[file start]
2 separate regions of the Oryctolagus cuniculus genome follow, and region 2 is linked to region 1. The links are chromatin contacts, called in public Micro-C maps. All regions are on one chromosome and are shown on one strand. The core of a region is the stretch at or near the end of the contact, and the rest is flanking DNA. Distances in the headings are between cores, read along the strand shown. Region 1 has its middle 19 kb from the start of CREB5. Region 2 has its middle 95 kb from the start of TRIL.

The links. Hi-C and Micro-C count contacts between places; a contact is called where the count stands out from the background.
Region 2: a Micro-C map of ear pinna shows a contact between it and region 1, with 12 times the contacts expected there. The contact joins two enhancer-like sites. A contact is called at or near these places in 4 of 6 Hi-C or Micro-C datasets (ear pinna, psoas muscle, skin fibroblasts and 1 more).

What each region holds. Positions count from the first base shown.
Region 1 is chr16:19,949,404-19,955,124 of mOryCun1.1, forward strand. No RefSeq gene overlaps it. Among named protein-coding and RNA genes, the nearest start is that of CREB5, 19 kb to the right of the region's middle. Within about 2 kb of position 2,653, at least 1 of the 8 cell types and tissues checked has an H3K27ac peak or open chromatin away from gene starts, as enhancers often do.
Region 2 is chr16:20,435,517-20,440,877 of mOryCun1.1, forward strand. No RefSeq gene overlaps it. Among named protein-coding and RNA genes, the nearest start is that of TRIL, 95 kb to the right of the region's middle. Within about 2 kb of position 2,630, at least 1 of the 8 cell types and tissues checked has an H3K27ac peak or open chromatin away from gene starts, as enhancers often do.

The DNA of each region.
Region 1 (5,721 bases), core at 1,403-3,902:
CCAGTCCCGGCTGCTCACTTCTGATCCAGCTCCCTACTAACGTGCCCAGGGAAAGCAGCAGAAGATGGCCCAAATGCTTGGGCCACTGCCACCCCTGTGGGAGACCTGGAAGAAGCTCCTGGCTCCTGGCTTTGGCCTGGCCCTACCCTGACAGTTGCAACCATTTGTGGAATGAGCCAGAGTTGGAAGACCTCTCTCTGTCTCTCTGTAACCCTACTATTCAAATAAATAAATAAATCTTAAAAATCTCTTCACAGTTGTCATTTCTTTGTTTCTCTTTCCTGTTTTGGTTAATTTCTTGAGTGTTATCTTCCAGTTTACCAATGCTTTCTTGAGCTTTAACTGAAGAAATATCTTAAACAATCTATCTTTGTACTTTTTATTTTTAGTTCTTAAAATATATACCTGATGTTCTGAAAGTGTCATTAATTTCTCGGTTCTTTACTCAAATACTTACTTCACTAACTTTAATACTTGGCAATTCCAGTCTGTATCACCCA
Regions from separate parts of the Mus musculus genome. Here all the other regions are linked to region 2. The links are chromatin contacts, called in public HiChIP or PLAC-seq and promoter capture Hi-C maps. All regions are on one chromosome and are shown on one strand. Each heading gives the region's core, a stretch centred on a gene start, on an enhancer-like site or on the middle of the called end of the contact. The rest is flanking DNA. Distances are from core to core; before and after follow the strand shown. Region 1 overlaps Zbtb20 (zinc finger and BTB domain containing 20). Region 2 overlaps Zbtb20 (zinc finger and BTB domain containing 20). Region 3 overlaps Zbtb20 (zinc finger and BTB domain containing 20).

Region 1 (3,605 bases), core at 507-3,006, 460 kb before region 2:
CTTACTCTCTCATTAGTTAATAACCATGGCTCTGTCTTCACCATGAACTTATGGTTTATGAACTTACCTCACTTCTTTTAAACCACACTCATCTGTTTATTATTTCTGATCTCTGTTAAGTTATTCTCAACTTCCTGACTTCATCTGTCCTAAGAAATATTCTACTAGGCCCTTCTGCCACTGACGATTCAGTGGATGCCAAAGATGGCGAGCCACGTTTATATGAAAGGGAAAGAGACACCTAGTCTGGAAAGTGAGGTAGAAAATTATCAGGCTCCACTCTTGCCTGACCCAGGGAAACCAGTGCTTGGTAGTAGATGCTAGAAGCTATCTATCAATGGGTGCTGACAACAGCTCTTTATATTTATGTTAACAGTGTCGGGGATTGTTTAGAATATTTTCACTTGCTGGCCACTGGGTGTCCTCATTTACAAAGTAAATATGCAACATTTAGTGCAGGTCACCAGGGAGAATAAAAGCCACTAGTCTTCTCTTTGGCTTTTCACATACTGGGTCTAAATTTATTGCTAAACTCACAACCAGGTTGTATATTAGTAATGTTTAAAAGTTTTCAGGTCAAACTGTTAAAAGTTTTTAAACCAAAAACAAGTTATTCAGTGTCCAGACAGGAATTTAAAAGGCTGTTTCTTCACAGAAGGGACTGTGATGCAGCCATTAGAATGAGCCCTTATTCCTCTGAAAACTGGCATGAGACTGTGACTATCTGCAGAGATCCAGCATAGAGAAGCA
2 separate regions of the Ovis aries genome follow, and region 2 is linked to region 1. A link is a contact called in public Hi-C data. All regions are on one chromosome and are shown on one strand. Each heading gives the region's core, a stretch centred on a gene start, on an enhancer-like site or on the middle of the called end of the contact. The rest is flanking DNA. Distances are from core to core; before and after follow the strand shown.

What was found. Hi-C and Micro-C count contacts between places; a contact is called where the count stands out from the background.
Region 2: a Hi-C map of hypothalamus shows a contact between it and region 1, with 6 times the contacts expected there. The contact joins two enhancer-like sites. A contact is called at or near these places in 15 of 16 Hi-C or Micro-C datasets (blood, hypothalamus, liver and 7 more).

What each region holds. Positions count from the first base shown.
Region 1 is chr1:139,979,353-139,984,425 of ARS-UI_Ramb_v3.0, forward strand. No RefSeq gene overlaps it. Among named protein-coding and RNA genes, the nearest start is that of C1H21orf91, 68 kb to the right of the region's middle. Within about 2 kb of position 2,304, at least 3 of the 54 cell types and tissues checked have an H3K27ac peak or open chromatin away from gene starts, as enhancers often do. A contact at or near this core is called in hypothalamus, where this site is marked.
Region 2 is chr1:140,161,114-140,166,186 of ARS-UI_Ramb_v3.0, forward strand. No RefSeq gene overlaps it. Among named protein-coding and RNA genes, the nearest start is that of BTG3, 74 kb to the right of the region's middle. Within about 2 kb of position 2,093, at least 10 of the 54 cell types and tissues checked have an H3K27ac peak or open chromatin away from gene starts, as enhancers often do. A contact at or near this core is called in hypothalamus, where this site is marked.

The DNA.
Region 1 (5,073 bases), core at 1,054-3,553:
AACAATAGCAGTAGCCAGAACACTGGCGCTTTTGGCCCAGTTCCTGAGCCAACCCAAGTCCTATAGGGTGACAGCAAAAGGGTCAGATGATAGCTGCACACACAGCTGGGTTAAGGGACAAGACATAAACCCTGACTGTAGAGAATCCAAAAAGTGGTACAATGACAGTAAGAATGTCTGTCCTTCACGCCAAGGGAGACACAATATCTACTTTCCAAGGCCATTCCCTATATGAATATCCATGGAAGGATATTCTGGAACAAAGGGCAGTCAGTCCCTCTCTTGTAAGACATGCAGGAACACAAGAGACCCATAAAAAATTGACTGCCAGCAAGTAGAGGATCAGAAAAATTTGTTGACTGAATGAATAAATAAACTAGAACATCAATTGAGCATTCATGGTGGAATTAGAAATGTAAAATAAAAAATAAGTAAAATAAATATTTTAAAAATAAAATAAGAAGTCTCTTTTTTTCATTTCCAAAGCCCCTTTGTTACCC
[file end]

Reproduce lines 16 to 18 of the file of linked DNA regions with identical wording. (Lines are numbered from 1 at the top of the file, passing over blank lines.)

What each region holds. Positions count from the first base shown.
Region 1 is chr1:139,979,353-139,984,425 of ARS-UI_Ramb_v3.0, forward strand. No RefSeq gene overlaps it. Among named protein-coding and RNA genes, the nearest start is that of C1H21orf91, 68 kb to the right of the region's middle. Within about 2 kb of position 2,304, at least 3 of the 54 cell types and tissues checked have an H3K27ac peak or open chromatin away from gene starts, as enhancers often do. A contact at or near this core is called in hypothalamus, where this site is marked.
Region 2 is chr1:140,161,114-140,166,186 of ARS-UI_Ramb_v3.0, forward strand. No RefSeq gene overlaps it. Among named protein-coding and RNA genes, the nearest start is that of BTG3, 74 kb to the right of the region's middle. Within about 2 kb of position 2,093, at least 10 of the 54 cell types and tissues checked have an H3K27ac peak or open chromatin away from gene starts, as enhancers often do. A contact at or near this core is called in hypothalamus, where this site is marked.